One of our favourite weekly podcasts is Professor Scott Galloway’s Pivot. Though he is a self-professed Capitalist, he has some very forthright views on what that should actually mean that run counter to the greed and avarice we often see associated with the term.
In recent weeks he has been particularly scathing about watching big businesses in the US hijack a COVID-19 related scheme set up for small businesses. These same big businesses reaching for tax-payer bailouts didn’t simply fail to create cash balances for a rainy day, they used their cash to buy back shares, pumping the prices up and triggering Executive bonus payouts. You can read more detail here, but in short, he has very little time for those who appear to be “capitalists on the way up and socialists on the way down!”.
Capitalism is a broad church with many different ways to run a business and many different business models. One of them happens to belong to one of Chemistry’s extraordinarily successful partners, Co-op.
The Co-op business model
Co-op, as it implies, is a co-operative, an organisation run by its members, for its members. It has a stated goal to benefit the very public who consume its services and products. Founded by the Rochdale Pioneers in 1844, there are now over 7,000 consumer co-operatives in the UK and the co-operative way of running a business has been exported around the world. You can find out more about their history here.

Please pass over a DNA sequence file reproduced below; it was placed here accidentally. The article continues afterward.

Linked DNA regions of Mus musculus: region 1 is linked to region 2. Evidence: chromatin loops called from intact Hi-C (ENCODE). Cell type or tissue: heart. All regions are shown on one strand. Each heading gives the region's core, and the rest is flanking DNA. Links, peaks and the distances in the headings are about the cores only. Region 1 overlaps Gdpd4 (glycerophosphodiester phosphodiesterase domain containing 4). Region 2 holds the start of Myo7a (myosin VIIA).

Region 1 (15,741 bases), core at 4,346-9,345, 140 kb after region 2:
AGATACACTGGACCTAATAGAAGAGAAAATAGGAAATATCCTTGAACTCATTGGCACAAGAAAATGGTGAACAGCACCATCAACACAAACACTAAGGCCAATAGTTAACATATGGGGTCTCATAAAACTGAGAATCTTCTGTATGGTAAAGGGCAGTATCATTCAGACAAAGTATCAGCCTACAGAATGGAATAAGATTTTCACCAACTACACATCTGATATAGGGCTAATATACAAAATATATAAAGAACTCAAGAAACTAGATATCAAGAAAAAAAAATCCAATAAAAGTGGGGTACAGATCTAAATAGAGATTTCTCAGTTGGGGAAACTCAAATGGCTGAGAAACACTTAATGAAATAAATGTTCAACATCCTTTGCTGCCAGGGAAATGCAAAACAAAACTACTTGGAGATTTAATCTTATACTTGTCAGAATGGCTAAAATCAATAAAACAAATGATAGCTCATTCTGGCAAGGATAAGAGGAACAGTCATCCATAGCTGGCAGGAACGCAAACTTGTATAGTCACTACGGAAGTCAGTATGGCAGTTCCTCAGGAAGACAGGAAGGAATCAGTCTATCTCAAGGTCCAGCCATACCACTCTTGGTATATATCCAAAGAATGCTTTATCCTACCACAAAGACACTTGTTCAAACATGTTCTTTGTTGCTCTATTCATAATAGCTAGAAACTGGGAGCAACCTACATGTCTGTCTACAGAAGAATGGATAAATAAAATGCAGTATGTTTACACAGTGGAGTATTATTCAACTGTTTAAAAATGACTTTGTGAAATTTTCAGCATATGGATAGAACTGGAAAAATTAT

Co-op has been in the news recently because of the lifeline they offered to the Big Issue and those it supports. This isn’t an isolated incident of altruism brought on by the current climate. 20,000+ children in England attend Co-op academies for their education, while in 2019 they invested £17m into local community funding. Co-op also recently launched “Save Our Spaces”, a fund to reclaim endangered spaces in our communities where people can connect and co-operate. This isn’t an accident. Investment in the community is baked into the business model.
Join us for a live discussion on Working Through COVID-19
The model is not without its challenges, particularly at this time. To understand how Co-op has been using its purpose to navigate COVID-19 and specifically the impact on Co-Op colleagues, our CEO Roger Philby will be talking to Helen Webb, their Chief People and Services Officer, as part of the SAP “Working Through COVID-19” series.
Please join us, as Helen will undoubtedly share some fascinating insights about their way of working now, and in the future. In a world where businesses are in danger of being seen as adding to the level of inequality we see in our society, Co-op offers an interesting alternative and perhaps one, 176 years after its founding, that is as relevant today as it was then.